hope, fridge, dip -- but do you think his arguments are of a Fringe


hit -- here in Norway? arguments have moved from the edges


to the mainstream. We heard from editorials, articles, books and


even from parliamentary positions is a very big threat that needs to


be addressed. Just very quickly, does that mean that he should not


be standing there being able to put across his viewpoints and being


able to reinforce those arguments? On the contrary, I think is good to


hear those arguments in this setting knowing they are connected


to actions which are inherently, there is an inherent tendency


towards violence in political ideology that wants to get rid of


all Muslims in Western countries so it is good to hear this in this


setting rather than on a parliamentary rostrum. Thank you.


It is kind of you to join us. Anders Breivik said I know I have


caused an incredible amount of suffering, that will be no comfort


to his victims. Thank you. With just days to go


before Bahrain's Formula One Grand Prix, the human-rights group


Amnesty International says torture and ill treatment continue. It says


it has evidence of people being kept in prison for participating in


peaceful protests and security forces are using excessive and


unnecessary force against demonstrators. Bahrain's government


have rejected the claims but the BBC's Rupert Wingfield-Hayes has


been caught up in some of the violence.


Another sunset brings another protest. Every evening, they take


to the streets here in their thousands. Down with King Hamad is


the chant, as it has been for more than a year now. Bahrain's Shia


majority is refusing to be silenced. This is what we are seeing more and


more with the demonstrations outside Manama. They start of


peaceful but then young men come out with Molotov cocktails,


confront the police, through the fire bombs and now the police are


responding with tear-gas and their trudging down the hill towards us


here. -- they are charging down the hill. Bernie Ecclestone says


Bahrain is peaceful and say. Tell that to the people who live in the


Shia villages. This is the image Bahrain's government would like the


world to see. Many Bahrainis are delighted Formula One is back.


Within the poor Shia villages, this is how the graffiti artists see it.


The car spewing tear gas is being driven by Formula One supremo


Bernie Eccleston and King Hamad. As race day approaches, this man is on


hunger strike and close to death. Abdulhadi al-Khawaja is a democracy


activist sentenced to life in prison last year by a military


court. My father basically look like a skeleton with skin on it.


His daughter, Zainab, saw her father last Sunday. She says he


could die at any time. My father is everything. Even my faith in


humanity. Losing him would be the worst thing. But I do know that


this is a cause that is worth dying and I do know that my father will


continue. He is not a person who will ever give up. He will continue


fighting. Amnesty International has declared Abdulhadi al-Khawaja a


prisoner of conscience and is demanding his immediate release.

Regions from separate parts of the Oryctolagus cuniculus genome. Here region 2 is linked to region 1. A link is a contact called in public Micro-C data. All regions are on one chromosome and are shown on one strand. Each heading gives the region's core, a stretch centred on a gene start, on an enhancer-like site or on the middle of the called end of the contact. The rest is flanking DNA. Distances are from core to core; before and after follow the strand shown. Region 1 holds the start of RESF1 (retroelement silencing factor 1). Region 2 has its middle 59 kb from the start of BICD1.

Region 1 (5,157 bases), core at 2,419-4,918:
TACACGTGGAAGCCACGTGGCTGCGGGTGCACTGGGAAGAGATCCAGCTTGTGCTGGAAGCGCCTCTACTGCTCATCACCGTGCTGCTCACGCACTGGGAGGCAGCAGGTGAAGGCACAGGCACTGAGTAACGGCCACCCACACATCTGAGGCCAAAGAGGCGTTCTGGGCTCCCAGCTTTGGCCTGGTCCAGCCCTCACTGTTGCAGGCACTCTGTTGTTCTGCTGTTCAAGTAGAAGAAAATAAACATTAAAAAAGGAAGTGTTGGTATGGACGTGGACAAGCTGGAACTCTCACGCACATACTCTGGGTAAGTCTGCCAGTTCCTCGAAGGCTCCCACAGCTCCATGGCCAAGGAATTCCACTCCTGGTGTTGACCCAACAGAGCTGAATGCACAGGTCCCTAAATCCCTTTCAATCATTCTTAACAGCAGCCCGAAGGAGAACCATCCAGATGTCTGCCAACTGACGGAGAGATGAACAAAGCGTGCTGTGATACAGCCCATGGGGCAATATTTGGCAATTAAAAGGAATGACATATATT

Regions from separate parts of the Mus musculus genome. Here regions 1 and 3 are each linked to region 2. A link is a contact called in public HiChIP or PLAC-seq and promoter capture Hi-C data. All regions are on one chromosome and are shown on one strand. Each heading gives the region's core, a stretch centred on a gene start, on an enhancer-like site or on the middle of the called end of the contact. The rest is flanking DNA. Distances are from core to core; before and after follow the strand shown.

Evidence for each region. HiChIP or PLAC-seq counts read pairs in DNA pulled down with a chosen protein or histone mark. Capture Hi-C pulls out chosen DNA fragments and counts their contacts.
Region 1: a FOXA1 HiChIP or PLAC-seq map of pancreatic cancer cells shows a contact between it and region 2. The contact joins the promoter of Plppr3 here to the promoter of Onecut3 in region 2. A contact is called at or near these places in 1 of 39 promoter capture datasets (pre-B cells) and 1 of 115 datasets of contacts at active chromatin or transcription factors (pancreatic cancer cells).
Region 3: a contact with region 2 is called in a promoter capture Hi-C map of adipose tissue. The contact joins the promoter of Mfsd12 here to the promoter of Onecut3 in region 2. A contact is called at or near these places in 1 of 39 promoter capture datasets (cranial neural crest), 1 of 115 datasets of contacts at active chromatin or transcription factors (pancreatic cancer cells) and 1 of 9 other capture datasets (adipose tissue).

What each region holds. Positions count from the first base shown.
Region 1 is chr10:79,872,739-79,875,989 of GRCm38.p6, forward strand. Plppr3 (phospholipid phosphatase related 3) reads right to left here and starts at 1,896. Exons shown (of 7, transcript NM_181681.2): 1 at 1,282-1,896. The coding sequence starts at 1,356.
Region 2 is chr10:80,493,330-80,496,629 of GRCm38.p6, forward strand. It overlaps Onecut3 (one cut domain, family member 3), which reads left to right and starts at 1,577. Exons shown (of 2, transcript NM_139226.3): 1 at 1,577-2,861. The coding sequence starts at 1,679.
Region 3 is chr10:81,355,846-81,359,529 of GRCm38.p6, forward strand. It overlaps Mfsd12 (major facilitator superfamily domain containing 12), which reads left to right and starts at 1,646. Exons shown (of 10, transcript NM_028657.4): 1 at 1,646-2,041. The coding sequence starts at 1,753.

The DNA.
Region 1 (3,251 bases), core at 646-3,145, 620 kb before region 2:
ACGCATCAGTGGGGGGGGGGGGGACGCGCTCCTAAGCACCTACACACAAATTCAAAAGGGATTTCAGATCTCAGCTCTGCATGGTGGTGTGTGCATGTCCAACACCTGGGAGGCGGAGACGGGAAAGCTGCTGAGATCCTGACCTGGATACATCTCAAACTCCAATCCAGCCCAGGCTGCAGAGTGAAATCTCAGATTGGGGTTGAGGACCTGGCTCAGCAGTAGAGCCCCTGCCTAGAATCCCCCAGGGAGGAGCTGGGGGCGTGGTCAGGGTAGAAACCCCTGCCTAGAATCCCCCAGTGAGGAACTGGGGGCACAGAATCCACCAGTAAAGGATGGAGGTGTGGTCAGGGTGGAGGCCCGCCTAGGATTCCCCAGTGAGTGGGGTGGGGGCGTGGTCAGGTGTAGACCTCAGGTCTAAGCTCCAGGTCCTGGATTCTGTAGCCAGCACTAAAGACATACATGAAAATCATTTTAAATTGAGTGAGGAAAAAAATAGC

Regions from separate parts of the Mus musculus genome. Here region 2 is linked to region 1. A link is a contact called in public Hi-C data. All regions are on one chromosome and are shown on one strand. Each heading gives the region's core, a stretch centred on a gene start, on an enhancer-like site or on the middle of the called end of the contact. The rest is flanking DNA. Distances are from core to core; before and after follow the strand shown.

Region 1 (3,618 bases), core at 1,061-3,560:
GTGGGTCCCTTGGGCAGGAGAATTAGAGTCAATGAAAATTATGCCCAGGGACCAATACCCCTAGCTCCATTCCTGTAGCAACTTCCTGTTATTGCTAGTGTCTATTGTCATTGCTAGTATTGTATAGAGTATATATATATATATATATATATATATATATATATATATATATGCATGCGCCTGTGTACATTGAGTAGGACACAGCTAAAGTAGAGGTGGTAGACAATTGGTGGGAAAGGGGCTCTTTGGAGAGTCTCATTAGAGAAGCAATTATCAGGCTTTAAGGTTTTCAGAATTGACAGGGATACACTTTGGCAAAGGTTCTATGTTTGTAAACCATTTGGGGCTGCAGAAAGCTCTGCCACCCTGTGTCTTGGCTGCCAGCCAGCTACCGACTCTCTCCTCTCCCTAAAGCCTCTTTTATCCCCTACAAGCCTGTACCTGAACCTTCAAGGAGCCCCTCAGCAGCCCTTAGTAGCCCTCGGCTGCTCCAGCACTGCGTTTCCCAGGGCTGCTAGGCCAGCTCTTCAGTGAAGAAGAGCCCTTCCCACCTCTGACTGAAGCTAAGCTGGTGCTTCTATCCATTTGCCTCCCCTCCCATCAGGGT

But the Justice Minister says only the courts can decide that. Only


the courts can decide for stud he might be dead by then? I hope not.


We are providing the best medical care possible. If he does die, the


streets here could explode again. The young Shia Bahrainis who take


to the streets every night are impatient for change. We want


democracy, we want freedom. This government, when we ask for that,


it straightaway tries to kill anybody who does this. A year ago,


these people were calling for a limited change. Now they want King


Hamad and his family to go. We can talk now have to Jalila al


Salman, a former vice-president of the teachers as physician who was


imprisoned earlier this year. Herr appealed for a civilian court is


currently ongoing and she is out on bail. She joins us now by webcam


from Manama. The Governor -- government says reforms have been


implemented, you are out on bail, do you accept that some progress


has been made? As citizens in Bahrain, we cannot say anything --


we cannot see anything of these reforms on the ground. If something


has been taking place, we should know it. For me, as an example, I


am sat as a teacher. -- I am sacked as a teacher. I am not at work.


They have not given any reason. government says all public sector


workers who have been reinstated. He is not completely right. Most of


them are returned back and reinstated but not for all of us. I


am an example of that. What do you think should happen regarding the


Grand Prix this weekend? Do you think that the Formula One


authorities should pull out? Actually, I am not a political


person but as a normal citizen in Bahrain, I see what is going on


here in my country and to my people, I think yes, they should pull out


of Bahrain. Formula One should not be here this year again because of


what is happening on the ground. Bahrain is not safe. It is not the


small island is to be before. It is not a peaceful place as people are


saying. We are living in a war. many of your colleagues remain in


prison? We have 13 teachers in prison right now. On top of them is


the President. We are appealing now. We must leave there, thank you. I


think we can speak now on the phone to Fahad Al Binali. He is in Manama


and a spokesperson for the Bahraini national information authority. You


say you have bought about changes but it seems that nothing has


changed on the ground. Are necessary, excessive force used by


security agents against protesters. That is an unfair assessment. First


of all,... That is the spirit which led to the High Commission. That is


why its findings were broadcast to the world that they are still